Corporate Signature Programs Sharpen Philanthropic Focus and Impact

Corporate citizenship has become an increasingly important part of a corporation’s portfolio in the past decade, but the economic impacts have led many companies to reassess their community investment budgets. Even as the economy slowly rebounds, companies continue to seek ways to sharpen their philanthropic practices, making impact and efficiency of paramount importance for many corporations. All of this adds up to corporations looking for a way to maintain or increase the impact of their corporate citizenship, while decreasing their budgets for these efforts. A new trend has emerged that allows corporations to do just that—corporate signature programs.

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A corporate signature program represents a major investment by a company in a cause, issue, theme, or region in which the company assumes all or a major portion of ownership of the program. As a July 13 Chronicle of Philanthropy article explained, “Corporations are becoming increasingly sophisticated in their giving, cutting back on small, scattered grant making in favor of bigger commitments to causes that are close to their expertise […].” The same article featured a quote from Mark Shamley, head of the Association of Corporate Contributions Professionals, which summed up the trend succinctly: What we are seeing is more purposeful philanthropy.

For many, the question is, what does more purposeful corporate philanthropy look like? One prime example is the drugstore chain CVS. After announcing early in 2014 that they would no longer sell tobacco products in their more than 7,000 stores nationwide, CVS began looking for a way to do more to address smoking-related health issues. In May, the company announced Lung Force, a corporate signature program that will see the retail giant team up with the American Lung Association to help fight lung cancer in women. But not all programs must become fully formed so quickly.

W.W. Grainger Inc., a Fortune 500 industrial supply company launched The Grainger Tools for Tomorrow® in 2006 as a smaller program that was scaled up as need became apparent. Today, the corporate signature program provides scholarships to help students across the country who are interested in careers in the skilled trades and public safety. Furthermore, scholarship recipients are supplied with a fully-stocked, professional Grainger toolbox upon graduation. This program is explored in more detail in a forthcoming white paper about best practices for corporate signature programs by Global Impact. But, what is important to note here is that The Grainger Tools for Tomorrow program grew from a small, local program that provided scholarships to only seven schools in 2006, to a nationwide program that, as of 2013, provided scholarships to 125 schools. Grainger started the program out of a sense of good will, but quickly saw that the nation needed more qualified employees in these fields. From there the program grew not only to provide opportunity for more people, but also to fill a national need for more skilled laborers and public safety experts.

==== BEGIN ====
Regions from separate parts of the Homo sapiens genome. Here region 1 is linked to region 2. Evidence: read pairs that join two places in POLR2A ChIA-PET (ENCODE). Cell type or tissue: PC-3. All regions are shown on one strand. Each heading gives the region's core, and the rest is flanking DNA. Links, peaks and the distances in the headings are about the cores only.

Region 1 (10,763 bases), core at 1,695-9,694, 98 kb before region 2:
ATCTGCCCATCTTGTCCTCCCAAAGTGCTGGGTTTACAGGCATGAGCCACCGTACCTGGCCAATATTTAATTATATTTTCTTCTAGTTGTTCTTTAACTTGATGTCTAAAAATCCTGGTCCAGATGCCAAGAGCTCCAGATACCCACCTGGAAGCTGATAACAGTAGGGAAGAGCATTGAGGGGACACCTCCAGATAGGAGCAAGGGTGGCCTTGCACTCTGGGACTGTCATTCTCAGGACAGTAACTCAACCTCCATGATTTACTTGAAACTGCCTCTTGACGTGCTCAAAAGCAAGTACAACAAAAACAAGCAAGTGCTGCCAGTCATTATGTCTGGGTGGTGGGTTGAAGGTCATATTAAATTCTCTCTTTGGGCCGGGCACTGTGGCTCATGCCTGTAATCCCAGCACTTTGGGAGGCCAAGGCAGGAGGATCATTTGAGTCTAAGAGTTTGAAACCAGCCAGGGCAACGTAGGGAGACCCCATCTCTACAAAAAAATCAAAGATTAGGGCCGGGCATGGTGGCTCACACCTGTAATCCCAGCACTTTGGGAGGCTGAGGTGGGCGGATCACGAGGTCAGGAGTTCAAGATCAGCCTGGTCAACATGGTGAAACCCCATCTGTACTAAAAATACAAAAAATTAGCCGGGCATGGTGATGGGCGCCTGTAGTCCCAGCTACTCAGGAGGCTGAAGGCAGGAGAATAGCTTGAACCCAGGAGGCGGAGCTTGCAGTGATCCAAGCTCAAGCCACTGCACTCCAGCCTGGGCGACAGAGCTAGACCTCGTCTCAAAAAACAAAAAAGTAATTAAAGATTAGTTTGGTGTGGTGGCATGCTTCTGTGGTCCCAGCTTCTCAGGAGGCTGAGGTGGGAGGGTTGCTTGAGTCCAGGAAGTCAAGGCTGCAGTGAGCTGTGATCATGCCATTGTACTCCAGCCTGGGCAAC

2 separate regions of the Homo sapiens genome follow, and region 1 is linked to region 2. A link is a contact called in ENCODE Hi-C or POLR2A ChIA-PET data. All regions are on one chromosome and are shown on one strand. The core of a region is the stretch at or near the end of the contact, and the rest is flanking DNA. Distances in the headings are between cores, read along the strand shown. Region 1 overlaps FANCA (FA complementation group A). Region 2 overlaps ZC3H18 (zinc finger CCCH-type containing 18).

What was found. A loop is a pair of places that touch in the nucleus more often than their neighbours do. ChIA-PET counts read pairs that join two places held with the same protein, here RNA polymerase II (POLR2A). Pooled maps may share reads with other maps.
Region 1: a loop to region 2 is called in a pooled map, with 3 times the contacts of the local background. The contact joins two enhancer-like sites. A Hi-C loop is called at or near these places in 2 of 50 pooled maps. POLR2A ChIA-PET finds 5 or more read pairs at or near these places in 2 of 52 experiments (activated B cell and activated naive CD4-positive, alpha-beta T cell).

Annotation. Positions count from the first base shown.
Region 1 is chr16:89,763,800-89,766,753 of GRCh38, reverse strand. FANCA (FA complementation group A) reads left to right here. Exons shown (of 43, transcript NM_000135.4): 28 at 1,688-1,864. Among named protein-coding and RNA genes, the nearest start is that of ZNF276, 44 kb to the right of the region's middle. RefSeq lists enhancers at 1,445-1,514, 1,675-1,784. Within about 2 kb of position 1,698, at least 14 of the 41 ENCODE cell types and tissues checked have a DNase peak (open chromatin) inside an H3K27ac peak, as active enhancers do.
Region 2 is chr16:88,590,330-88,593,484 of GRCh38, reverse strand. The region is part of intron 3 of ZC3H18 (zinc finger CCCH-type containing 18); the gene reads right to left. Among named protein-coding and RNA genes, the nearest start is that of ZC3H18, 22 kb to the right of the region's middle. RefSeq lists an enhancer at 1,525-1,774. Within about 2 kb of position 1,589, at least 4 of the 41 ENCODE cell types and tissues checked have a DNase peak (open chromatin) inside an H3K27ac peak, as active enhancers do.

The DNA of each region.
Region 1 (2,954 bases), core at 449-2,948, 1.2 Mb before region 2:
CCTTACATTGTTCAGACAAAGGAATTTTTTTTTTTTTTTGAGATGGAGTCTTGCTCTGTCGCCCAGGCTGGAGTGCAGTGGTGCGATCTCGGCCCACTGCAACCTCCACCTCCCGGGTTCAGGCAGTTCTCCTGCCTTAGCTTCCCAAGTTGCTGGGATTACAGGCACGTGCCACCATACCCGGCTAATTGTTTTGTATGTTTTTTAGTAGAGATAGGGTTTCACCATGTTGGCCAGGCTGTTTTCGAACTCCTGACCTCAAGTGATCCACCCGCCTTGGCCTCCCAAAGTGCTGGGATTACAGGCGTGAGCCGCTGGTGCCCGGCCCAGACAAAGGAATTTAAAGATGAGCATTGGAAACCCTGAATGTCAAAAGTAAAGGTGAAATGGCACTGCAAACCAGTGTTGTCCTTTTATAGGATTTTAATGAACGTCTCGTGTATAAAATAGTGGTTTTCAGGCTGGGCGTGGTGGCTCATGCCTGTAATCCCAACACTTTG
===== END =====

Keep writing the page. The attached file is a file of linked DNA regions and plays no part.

Other companies choose to take their campaigns global. Carlson is a leader in the travel and hospitality industry with a history of fighting human trafficking, an issue close to the industry. Carlson augmented their efforts in this fight and created the Carlson Against Sex Trafficking fund (CAST). CAST supports four organizations (American Himalayan Foundation, U.S. Fund for UNICEF, World Childhood Foundation and ECPAT-USA) as they work in countries around the world to end human trafficking. Carlson has also gotten its employees involved, adding the CAST fund as an annual option in its workplace giving campaign.

For those interested in learning more, Global Impact will be hosting a breakout session at the 2014 Corporate Citizenship Conference on Wednesday, September 10 entitled “Signature Programs: Mobilizing Corporate Citizenship Around a Cause”—be sure to join us for a more detailed look at corporate signature programs and hear directly from top executives who manage these programs. I hope to see you there.